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(New York)— Thailand must end its crackdown on Burmese fleeing rights abuses in their military-ruled homeland, Human Rights Watch said in a report released today.

The report, Out of Sight, Out of Mind: Thai Policy toward Burmese Refugees and Migrants, documents Thailand’s repression of refugees, asylum seekers, and migrant workers from Burma. The Thai government is arresting and intimidating Burmese political activists living in Bangkok and along the Thai-Burmese border, harassing Burmese human rights and humanitarian groups, and deporting Burmese refugees, asylum seekers and others with a genuine fear of persecution in Burma.

The Thai government last month suspended screening of new refugee applicants from Burma by the U.N. High Commissioner for Refugees (UNHCR). The decision—part of an apparent government effort to forge friendships with Burma’s military rulers—has suddenly thrown thousands of Burmese asylum seekers into legal and practical limbo. Refugee assistance agencies and human rights groups have been flooded with calls and visits by Burmese asylum seekers asking where to turn for protection.

“Thailand shouldn’t be toughening its stance towards Burmese refugees when there has been no improvement in the abysmal conditions causing them to flee Burma,” said Brad Adams, executive director of Human Rights Watch’s Asia division. “Thailand should not allow commercial or diplomatic interests to interfere with the ability of Burmese to seek safety in Thailand.”

Ongoing abuses in Burma include forced labor, arrests for peaceful expression of political views, rape of ethnic minority women and children by government soldiers, conscription of child soldiers, and forced relocation of villages, Human Rights Watch said. Sporadic fighting continues in the border areas, despite recent discussions between Rangoon and one of the main rebel factions, the Karen National Union.

When—and if—screening of new Burmese asylum applications resumes, the Thai government will likely take on this crucial task. Because Thailand narrowly restricts its protection and assistance to “people fleeing fighting,” the government may start rejecting Burmese exiles and asylum seekers who are fleeing persecution for their pro-democracy activities in Burma. Those who are rejected would be classified as illegal immigrants and face the risk of being deported to Burma.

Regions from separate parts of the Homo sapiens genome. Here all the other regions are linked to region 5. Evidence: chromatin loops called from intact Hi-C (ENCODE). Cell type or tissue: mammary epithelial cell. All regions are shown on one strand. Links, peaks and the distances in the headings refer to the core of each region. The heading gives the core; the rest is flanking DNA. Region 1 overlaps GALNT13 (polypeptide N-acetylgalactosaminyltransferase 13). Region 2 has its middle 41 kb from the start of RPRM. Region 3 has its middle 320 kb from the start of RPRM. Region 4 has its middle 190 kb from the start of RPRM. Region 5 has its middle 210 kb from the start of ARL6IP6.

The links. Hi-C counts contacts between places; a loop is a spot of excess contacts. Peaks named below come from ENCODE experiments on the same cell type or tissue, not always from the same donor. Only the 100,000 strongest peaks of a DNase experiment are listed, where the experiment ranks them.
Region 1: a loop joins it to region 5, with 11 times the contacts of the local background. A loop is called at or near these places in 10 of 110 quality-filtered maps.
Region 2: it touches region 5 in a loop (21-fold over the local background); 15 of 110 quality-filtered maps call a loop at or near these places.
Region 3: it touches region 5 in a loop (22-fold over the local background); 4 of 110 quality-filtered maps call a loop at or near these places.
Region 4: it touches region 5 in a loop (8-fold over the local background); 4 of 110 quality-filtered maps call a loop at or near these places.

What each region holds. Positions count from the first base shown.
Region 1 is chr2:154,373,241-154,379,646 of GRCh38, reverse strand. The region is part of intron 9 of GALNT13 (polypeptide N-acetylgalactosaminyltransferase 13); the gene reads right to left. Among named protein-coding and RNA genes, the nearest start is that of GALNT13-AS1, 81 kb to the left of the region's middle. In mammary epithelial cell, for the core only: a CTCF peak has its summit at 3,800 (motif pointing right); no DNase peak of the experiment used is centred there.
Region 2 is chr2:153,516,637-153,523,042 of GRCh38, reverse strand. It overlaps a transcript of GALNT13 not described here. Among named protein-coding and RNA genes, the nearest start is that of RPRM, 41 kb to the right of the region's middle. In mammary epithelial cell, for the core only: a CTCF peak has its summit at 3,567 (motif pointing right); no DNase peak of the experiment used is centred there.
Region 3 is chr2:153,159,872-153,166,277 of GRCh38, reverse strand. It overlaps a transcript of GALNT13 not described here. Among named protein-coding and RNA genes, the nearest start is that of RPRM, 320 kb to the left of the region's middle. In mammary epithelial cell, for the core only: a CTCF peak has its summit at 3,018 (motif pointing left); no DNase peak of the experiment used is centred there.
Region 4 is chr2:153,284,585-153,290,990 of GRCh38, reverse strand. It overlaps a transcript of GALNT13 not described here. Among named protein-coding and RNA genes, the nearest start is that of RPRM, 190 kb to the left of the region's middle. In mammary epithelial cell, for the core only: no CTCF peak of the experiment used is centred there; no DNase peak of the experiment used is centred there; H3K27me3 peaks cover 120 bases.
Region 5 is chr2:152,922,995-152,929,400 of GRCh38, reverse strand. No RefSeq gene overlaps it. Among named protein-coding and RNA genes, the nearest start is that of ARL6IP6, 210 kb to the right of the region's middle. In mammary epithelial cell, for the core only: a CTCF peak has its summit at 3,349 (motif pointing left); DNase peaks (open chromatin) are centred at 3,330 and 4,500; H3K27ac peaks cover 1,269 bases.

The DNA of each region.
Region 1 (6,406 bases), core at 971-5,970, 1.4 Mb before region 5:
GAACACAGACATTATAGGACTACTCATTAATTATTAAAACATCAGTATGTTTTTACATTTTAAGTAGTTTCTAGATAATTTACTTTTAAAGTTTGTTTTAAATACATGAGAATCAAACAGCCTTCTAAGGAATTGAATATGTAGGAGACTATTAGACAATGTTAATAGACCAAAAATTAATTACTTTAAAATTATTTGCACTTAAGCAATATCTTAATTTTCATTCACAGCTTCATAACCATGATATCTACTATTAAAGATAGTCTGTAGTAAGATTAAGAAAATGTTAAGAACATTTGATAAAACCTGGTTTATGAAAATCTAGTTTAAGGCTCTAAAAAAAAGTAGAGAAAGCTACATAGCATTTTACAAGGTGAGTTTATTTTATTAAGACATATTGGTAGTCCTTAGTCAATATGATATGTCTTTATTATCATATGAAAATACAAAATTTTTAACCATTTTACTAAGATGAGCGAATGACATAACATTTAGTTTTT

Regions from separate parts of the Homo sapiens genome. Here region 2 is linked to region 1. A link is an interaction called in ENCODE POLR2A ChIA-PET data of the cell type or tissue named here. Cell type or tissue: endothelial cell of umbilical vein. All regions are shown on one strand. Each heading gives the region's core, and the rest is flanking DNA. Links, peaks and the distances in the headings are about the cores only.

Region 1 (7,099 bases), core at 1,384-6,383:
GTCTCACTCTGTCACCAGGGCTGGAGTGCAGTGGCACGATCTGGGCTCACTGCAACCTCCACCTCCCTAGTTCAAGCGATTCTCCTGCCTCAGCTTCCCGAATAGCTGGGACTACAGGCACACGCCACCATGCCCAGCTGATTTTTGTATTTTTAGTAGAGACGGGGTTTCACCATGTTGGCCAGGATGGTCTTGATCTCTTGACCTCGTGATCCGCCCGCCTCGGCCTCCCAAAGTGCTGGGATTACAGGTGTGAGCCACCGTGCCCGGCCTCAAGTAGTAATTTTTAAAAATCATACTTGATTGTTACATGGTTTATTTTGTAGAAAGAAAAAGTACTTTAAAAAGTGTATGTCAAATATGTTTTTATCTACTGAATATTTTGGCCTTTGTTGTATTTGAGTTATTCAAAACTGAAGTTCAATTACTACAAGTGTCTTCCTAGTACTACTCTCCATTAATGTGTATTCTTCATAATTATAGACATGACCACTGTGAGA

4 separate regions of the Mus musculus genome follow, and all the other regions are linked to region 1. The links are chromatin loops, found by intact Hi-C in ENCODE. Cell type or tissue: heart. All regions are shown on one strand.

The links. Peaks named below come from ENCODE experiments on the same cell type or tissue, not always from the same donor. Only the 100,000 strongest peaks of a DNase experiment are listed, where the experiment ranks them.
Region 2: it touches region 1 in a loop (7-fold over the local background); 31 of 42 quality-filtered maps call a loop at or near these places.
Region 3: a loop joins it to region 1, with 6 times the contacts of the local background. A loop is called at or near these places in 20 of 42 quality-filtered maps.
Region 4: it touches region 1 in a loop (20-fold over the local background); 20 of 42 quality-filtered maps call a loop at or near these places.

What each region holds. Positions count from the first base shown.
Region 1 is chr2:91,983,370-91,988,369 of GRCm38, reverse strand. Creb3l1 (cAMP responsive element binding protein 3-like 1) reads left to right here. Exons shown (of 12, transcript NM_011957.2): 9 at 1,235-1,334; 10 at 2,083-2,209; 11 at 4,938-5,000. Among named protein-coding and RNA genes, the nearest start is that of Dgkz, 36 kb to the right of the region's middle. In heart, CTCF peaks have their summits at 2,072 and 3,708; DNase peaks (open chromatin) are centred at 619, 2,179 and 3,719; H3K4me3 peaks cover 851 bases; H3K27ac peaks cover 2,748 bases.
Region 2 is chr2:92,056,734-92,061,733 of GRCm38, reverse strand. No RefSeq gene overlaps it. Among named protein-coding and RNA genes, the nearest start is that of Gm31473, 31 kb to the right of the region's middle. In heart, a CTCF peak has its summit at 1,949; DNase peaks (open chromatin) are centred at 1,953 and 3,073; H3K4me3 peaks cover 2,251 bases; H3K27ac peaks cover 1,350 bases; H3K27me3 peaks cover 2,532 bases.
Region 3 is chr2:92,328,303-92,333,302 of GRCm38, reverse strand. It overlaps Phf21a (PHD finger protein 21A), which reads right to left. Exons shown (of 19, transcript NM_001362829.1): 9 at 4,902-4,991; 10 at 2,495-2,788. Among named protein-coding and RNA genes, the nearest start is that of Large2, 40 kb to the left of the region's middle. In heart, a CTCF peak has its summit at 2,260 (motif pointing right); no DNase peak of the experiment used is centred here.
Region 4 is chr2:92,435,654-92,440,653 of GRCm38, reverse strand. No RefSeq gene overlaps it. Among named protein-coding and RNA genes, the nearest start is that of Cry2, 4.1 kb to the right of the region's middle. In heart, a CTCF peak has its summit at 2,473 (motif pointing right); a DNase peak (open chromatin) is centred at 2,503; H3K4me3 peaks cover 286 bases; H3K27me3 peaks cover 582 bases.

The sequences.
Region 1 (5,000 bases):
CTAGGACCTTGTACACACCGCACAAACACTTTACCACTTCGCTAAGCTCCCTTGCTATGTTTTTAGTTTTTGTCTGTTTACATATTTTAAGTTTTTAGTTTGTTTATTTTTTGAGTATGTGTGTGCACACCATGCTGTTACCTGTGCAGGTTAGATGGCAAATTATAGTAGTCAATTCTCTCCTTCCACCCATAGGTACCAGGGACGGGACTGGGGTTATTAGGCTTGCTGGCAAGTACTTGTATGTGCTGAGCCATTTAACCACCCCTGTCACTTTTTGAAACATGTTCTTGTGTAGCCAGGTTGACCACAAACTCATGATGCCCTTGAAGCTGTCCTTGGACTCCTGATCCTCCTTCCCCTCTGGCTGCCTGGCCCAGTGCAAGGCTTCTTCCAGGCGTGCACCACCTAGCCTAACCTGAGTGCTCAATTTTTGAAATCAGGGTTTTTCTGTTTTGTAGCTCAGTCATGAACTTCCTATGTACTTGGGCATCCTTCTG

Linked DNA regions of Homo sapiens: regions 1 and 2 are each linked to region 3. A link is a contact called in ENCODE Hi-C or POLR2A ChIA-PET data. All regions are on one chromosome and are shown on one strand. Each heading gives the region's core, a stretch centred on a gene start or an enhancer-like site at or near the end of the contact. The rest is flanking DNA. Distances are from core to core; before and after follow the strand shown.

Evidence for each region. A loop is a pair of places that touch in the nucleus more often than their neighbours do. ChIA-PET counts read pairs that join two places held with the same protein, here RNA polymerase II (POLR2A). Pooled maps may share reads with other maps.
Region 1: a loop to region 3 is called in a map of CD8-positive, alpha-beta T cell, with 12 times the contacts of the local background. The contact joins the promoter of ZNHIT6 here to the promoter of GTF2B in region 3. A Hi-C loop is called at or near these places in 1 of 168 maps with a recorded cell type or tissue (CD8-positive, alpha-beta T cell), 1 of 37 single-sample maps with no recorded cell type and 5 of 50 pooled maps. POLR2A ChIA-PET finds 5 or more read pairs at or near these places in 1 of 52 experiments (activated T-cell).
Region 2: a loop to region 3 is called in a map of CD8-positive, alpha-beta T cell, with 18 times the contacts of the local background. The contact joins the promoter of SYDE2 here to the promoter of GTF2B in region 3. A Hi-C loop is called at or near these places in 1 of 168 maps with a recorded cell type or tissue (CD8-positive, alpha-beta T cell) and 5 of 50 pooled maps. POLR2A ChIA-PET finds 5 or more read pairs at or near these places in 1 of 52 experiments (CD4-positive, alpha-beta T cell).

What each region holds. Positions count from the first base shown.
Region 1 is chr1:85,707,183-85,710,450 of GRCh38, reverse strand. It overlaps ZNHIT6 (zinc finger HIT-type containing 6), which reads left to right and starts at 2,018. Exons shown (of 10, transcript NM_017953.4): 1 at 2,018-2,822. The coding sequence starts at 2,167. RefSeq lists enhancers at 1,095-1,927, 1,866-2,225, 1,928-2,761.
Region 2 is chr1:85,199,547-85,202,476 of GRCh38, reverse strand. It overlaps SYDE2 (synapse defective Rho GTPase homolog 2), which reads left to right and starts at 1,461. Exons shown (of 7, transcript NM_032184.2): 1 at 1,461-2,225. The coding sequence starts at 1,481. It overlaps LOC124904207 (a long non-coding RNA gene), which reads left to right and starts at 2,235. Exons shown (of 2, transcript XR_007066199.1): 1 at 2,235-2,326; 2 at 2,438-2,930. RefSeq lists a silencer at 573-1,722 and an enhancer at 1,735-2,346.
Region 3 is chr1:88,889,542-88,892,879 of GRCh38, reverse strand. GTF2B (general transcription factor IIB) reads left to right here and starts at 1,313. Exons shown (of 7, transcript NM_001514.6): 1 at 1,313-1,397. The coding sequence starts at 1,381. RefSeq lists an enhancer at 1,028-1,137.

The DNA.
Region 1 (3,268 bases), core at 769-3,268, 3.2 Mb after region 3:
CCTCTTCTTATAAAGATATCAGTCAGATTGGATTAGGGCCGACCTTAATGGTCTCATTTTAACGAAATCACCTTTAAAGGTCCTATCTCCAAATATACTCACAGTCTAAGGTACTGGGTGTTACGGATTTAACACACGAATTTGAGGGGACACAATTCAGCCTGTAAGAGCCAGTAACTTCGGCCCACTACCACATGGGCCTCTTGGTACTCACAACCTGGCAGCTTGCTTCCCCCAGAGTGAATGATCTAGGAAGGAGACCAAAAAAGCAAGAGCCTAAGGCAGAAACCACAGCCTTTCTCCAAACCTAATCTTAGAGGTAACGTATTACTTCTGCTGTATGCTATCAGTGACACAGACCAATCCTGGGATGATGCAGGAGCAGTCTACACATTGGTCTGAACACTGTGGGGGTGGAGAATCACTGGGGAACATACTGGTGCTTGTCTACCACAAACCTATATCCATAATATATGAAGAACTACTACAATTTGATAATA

The Thai government announced plans last July to send all 4,000 Burmese refugees and asylum seekers living in Bangkok and other urban areas to border camps, despite the fact that many are fearful for their security because of cross-border violence as well as political and ethnic conflicts within the camps.

Thai authorities have also launched a fresh campaign to round up and deport thousands of Burmese migrant workers back to Burma. Many of the estimated one million Burmese migrant workers in Thailand fled their homeland for a mixture of political and economic reasons, and could face serious reprisals from the Burmese authorities if forced to return, Human Rights Watch said.

Thailand regularly expels as many as 10,000 Burmese migrants a month in “informal deportations” to Burma. While many are able to bribe their way back into Thailand, others have faced persecution or other ill-treatment by Burmese government soldiers and intelligence officials, and by some of the other ethnic-based armed groups operating along the border.

Under an agreement between the Thai government and Burma’s ruling State Peace and Development Council, Thailand also deports 400 “illegal” Burmese each month from the Immigration Detention Center in Bangkok to Burma—directly into a holding center operated by Burmese military intelligence. Those whom the UNHCR has recognized as refugees or asylum seekers are supposed to identify themselves as such at the detention center in order to avoid deportation, but human rights workers fear that many people fall through the cracks.

“Burmese refugees who support themselves as migrant workers in Thailand undoubtedly get caught up in these police sweeps,” said Adams. “Among those deported, many will face severe persecution once back in Burma. The Thai government’s crackdown puts the lives of many Burmese at risk.”

Human Rights Watch noted that under customary international law, the Thai government has an obligation not to return anyone to a country where his or her life or freedom is at risk.

“Thailand must not forcibly return any Burmese who may have a claim to refugee status,” Adams said. “Rather than expelling Burmese, sealing the border and refusing to protect new refugees, the Thai government should ensure that the U.N. High Commissioner for Refugees is able to identify and protect those who have a fear of persecution in Burma.”

Thailand and the United States reached an agreement in January to resettle at least 4,000 of the 140,000 Burmese refugees in Thailand to the United States. Human Rights Watch said that this resettlement should help to improve the situation, so long as Thailand does not implement the agreement with the intention of making it harder for Burmese democracy activists to pursue their cause.

“While this agreement is welcome in principle, the U.S. government should make sure that Thailand does not now declare the refugee problem ‘solved,’ seal the border to new asylum seekers from Burma, and deepen its crackdown on undocumented Burmese migrants,” said Adams. “Those Burmese who choose not to resettle abroad should not be pressured or forced to return to Burma.”

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